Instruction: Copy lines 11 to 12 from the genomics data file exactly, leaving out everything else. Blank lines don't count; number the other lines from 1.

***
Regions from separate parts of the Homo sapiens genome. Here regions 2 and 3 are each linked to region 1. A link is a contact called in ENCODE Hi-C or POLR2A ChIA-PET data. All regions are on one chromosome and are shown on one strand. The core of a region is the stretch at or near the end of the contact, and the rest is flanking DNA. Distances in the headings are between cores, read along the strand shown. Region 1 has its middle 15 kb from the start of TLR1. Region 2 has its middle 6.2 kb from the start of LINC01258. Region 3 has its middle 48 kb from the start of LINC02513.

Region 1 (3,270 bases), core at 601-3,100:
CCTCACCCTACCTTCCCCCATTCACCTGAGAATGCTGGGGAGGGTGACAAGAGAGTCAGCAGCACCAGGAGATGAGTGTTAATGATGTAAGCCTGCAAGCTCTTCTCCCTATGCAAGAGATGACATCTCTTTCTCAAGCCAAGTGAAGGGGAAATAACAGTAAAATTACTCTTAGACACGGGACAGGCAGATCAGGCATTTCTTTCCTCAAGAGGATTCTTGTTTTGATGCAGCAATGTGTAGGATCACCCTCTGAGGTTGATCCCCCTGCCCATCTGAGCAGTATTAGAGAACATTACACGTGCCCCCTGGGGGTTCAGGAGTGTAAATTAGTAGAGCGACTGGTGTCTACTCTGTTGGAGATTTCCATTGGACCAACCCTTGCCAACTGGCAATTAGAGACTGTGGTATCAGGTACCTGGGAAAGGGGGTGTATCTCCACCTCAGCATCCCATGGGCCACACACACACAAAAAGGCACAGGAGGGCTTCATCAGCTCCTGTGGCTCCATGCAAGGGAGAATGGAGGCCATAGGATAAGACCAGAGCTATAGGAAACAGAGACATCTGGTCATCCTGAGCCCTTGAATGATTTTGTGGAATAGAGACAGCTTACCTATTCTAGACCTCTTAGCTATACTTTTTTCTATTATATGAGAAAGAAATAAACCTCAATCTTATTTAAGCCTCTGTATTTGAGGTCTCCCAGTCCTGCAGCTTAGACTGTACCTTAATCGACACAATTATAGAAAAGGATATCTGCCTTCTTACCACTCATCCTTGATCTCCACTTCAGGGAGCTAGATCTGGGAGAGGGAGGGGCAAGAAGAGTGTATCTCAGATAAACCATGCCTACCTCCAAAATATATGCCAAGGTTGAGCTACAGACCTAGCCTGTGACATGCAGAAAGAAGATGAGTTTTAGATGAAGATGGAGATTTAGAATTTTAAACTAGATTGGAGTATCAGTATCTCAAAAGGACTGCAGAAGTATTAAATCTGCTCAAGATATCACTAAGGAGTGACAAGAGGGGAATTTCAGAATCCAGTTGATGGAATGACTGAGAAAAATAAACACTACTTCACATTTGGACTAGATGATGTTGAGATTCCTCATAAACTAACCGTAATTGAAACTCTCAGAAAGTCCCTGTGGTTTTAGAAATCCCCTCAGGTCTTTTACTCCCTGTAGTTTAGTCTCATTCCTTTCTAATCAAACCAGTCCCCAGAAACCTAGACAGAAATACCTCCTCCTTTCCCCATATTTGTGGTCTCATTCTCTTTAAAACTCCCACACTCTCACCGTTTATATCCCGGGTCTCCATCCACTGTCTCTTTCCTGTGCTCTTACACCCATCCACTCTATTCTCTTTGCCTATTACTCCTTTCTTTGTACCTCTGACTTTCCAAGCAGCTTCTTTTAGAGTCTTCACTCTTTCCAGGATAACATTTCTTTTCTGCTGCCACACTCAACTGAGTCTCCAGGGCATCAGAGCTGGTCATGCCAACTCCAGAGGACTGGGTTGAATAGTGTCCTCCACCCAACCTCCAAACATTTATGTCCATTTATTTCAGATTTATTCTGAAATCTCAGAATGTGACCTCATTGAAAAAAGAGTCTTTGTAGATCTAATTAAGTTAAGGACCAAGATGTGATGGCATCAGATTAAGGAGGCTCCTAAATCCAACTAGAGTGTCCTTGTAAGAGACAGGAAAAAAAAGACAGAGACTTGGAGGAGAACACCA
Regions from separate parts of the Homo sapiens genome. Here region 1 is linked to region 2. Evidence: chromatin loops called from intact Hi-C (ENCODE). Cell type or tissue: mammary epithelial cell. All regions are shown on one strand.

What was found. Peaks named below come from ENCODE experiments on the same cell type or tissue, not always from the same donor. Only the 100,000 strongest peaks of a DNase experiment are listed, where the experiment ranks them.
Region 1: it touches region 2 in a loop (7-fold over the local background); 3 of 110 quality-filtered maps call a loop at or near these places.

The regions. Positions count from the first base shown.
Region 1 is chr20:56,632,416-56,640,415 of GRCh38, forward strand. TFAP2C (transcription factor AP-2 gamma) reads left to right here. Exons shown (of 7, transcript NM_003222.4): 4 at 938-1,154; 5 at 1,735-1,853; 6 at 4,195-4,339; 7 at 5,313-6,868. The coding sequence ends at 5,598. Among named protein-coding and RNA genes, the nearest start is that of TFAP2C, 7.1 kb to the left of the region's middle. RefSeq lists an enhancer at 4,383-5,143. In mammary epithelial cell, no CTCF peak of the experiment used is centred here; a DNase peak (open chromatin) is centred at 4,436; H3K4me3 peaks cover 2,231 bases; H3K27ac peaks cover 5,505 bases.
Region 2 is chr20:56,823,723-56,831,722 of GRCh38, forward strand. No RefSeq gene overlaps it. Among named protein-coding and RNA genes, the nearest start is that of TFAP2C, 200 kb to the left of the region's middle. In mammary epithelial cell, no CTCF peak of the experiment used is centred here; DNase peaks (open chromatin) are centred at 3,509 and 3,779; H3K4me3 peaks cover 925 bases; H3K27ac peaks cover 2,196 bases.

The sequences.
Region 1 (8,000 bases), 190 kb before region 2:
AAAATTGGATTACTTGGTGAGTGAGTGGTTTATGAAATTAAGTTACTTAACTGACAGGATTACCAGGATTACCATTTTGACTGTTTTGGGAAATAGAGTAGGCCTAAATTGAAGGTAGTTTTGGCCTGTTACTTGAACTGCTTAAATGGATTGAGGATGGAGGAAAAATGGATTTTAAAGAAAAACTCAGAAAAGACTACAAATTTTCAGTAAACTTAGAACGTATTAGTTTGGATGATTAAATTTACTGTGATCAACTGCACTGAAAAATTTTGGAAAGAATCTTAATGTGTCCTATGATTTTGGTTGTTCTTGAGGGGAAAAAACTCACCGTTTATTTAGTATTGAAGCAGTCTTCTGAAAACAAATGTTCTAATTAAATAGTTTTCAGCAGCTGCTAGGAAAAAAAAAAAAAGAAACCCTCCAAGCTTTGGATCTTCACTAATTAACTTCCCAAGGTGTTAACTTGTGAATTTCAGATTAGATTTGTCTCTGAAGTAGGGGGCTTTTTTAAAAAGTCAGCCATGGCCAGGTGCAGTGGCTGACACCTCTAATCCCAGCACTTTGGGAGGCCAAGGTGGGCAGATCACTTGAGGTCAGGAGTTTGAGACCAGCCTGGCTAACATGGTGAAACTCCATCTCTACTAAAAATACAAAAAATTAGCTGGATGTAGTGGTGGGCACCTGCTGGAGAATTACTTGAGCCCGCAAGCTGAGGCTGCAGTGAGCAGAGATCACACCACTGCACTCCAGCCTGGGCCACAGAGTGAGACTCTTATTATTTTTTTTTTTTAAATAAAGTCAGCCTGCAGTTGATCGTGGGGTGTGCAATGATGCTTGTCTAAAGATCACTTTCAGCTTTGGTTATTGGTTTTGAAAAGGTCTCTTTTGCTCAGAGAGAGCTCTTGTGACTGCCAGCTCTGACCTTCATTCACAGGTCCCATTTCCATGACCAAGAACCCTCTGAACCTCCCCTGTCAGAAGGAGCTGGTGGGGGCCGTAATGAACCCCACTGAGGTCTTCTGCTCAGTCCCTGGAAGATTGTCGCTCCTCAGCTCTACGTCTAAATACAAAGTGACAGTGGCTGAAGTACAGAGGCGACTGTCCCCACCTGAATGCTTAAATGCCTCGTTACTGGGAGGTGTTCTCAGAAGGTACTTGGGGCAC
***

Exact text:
Region 1 (8,000 bases), 190 kb before region 2:
AAAATTGGATTACTTGGTGAGTGAGTGGTTTATGAAATTAAGTTACTTAACTGACAGGATTACCAGGATTACCATTTTGACTGTTTTGGGAAATAGAGTAGGCCTAAATTGAAGGTAGTTTTGGCCTGTTACTTGAACTGCTTAAATGGATTGAGGATGGAGGAAAAATGGATTTTAAAGAAAAACTCAGAAAAGACTACAAATTTTCAGTAAACTTAGAACGTATTAGTTTGGATGATTAAATTTACTGTGATCAACTGCACTGAAAAATTTTGGAAAGAATCTTAATGTGTCCTATGATTTTGGTTGTTCTTGAGGGGAAAAAACTCACCGTTTATTTAGTATTGAAGCAGTCTTCTGAAAACAAATGTTCTAATTAAATAGTTTTCAGCAGCTGCTAGGAAAAAAAAAAAAAGAAACCCTCCAAGCTTTGGATCTTCACTAATTAACTTCCCAAGGTGTTAACTTGTGAATTTCAGATTAGATTTGTCTCTGAAGTAGGGGGCTTTTTTAAAAAGTCAGCCATGGCCAGGTGCAGTGGCTGACACCTCTAATCCCAGCACTTTGGGAGGCCAAGGTGGGCAGATCACTTGAGGTCAGGAGTTTGAGACCAGCCTGGCTAACATGGTGAAACTCCATCTCTACTAAAAATACAAAAAATTAGCTGGATGTAGTGGTGGGCACCTGCTGGAGAATTACTTGAGCCCGCAAGCTGAGGCTGCAGTGAGCAGAGATCACACCACTGCACTCCAGCCTGGGCCACAGAGTGAGACTCTTATTATTTTTTTTTTTTAAATAAAGTCAGCCTGCAGTTGATCGTGGGGTGTGCAATGATGCTTGTCTAAAGATCACTTTCAGCTTTGGTTATTGGTTTTGAAAAGGTCTCTTTTGCTCAGAGAGAGCTCTTGTGACTGCCAGCTCTGACCTTCATTCACAGGTCCCATTTCCATGACCAAGAACCCTCTGAACCTCCCCTGTCAGAAGGAGCTGGTGGGGGCCGTAATGAACCCCACTGAGGTCTTCTGCTCAGTCCCTGGAAGATTGTCGCTCCTCAGCTCTACGTCTAAATACAAAGTGACAGTGGCTGAAGTACAGAGGCGACTGTCCCCACCTGAATGCTTAAATGCCTCGTTACTGGGAGGTGTTCTCAGAAGGTACTTGGGGCAC